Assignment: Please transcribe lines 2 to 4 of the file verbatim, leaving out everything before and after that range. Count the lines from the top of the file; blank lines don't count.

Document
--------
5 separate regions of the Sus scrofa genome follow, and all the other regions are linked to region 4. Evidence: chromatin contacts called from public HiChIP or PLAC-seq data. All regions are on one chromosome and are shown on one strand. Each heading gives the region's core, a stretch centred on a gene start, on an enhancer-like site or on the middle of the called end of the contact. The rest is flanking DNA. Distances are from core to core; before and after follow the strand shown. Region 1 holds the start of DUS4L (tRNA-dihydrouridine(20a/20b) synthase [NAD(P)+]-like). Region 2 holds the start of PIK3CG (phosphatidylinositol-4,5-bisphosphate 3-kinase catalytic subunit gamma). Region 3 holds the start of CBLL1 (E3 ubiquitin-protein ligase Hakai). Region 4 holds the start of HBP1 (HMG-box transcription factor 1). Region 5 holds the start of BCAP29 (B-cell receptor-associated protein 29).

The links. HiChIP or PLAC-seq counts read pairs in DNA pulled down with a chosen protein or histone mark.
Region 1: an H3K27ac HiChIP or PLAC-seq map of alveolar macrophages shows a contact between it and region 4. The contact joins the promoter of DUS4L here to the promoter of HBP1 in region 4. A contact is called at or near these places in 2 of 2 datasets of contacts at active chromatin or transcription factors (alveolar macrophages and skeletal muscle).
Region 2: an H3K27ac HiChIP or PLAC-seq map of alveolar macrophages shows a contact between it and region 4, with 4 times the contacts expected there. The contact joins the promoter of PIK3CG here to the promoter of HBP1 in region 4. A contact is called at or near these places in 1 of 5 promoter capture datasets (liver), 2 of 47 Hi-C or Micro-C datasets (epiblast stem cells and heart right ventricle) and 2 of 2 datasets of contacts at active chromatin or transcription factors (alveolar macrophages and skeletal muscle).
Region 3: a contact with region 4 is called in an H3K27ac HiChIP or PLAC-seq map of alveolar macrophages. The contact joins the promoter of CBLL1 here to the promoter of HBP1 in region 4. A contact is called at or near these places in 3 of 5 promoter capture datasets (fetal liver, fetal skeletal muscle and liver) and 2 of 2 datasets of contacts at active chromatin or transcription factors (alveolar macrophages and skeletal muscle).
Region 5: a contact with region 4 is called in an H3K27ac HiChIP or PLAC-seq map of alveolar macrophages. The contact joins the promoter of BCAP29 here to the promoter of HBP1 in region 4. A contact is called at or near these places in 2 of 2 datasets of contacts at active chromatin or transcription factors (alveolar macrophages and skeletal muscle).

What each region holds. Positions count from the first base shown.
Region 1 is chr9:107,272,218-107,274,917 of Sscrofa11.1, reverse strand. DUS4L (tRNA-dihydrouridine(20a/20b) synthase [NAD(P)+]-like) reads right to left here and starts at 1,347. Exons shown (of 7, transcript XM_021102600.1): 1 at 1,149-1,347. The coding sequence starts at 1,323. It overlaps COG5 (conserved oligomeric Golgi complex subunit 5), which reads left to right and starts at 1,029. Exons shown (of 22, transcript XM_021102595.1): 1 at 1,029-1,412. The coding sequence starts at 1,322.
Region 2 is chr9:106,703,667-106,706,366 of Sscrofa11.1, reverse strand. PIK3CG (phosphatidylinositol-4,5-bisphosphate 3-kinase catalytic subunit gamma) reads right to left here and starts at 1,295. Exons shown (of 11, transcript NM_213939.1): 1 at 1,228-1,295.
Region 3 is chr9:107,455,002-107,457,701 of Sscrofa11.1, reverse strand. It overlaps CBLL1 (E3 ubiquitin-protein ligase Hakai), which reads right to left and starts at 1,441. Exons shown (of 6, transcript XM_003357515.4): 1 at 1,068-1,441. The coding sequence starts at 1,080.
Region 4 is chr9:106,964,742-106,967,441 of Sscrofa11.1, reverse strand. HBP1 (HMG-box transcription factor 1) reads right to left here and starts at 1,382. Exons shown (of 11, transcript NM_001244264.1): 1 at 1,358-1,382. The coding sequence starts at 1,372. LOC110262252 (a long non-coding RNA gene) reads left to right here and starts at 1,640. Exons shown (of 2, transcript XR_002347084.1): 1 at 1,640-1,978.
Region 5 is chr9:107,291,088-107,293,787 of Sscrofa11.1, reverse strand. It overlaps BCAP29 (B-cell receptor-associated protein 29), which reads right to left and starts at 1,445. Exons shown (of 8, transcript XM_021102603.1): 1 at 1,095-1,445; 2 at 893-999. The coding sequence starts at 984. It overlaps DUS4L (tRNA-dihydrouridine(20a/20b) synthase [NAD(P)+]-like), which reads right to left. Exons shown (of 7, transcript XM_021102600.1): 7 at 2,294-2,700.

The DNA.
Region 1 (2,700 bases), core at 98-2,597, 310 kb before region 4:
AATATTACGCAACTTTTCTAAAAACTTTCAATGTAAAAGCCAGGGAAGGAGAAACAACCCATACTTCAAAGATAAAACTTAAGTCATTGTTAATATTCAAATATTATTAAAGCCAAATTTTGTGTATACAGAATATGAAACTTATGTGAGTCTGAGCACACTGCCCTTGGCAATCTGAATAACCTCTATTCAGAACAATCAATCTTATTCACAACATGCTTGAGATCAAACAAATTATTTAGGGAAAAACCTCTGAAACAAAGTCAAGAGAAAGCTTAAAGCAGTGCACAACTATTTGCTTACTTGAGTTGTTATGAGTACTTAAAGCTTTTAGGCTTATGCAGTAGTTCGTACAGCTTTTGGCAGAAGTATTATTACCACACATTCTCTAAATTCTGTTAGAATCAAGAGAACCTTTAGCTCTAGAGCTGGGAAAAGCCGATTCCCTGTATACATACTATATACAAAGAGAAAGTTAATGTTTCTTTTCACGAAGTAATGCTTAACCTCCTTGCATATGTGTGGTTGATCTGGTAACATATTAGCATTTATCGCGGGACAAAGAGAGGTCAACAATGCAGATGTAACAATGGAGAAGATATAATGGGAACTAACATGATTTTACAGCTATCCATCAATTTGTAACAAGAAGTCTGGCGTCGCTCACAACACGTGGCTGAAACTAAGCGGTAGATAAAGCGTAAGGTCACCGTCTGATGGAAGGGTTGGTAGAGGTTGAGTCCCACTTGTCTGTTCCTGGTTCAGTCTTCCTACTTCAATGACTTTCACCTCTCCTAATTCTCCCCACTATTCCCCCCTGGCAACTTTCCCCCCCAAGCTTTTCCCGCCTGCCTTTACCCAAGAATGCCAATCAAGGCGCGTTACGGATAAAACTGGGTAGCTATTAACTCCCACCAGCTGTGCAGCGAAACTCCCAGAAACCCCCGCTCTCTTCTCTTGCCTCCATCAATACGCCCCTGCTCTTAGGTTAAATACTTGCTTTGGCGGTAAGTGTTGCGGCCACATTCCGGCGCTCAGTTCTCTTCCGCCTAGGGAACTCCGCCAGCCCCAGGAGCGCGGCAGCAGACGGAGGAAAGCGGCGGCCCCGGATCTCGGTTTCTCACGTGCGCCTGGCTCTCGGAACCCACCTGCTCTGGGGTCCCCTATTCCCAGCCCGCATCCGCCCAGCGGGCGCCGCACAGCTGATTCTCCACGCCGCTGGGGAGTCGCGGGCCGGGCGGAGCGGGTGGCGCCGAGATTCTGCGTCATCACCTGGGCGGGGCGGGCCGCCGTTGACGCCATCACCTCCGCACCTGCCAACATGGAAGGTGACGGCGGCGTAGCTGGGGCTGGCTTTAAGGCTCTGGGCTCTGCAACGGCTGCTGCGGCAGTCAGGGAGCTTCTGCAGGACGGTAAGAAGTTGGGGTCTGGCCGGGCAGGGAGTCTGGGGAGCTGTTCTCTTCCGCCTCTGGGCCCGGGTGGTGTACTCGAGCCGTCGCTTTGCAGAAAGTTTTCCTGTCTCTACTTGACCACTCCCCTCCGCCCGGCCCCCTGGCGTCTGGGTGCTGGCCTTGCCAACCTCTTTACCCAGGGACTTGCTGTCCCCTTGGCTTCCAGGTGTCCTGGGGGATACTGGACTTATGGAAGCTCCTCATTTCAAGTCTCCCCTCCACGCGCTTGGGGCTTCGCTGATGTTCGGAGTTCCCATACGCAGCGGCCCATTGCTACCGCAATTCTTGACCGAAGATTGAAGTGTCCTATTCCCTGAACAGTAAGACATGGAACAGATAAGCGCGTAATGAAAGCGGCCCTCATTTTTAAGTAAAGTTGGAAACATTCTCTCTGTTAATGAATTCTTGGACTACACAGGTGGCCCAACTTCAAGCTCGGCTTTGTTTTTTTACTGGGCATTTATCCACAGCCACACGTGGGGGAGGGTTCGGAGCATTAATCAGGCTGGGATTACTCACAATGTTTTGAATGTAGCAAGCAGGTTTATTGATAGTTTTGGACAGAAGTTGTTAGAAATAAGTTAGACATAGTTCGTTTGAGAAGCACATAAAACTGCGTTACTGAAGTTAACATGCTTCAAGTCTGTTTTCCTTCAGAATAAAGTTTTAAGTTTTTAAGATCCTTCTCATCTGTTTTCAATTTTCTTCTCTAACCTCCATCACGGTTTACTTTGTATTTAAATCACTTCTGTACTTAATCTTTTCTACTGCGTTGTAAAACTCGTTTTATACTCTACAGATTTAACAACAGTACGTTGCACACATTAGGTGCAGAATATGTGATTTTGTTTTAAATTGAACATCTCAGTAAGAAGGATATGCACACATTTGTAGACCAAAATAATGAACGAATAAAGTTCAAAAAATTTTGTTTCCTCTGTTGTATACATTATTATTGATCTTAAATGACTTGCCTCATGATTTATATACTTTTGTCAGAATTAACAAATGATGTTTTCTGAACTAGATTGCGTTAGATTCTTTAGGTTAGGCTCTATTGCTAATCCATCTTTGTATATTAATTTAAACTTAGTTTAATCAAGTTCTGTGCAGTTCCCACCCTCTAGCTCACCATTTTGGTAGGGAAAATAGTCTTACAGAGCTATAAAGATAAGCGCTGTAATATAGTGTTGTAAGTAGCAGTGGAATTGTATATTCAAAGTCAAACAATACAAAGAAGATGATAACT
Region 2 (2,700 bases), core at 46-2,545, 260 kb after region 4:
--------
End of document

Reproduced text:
The links. HiChIP or PLAC-seq counts read pairs in DNA pulled down with a chosen protein or histone mark.
Region 1: an H3K27ac HiChIP or PLAC-seq map of alveolar macrophages shows a contact between it and region 4. The contact joins the promoter of DUS4L here to the promoter of HBP1 in region 4. A contact is called at or near these places in 2 of 2 datasets of contacts at active chromatin or transcription factors (alveolar macrophages and skeletal muscle).
Region 2: an H3K27ac HiChIP or PLAC-seq map of alveolar macrophages shows a contact between it and region 4, with 4 times the contacts expected there. The contact joins the promoter of PIK3CG here to the promoter of HBP1 in region 4. A contact is called at or near these places in 1 of 5 promoter capture datasets (liver), 2 of 47 Hi-C or Micro-C datasets (epiblast stem cells and heart right ventricle) and 2 of 2 datasets of contacts at active chromatin or transcription factors (alveolar macrophages and skeletal muscle).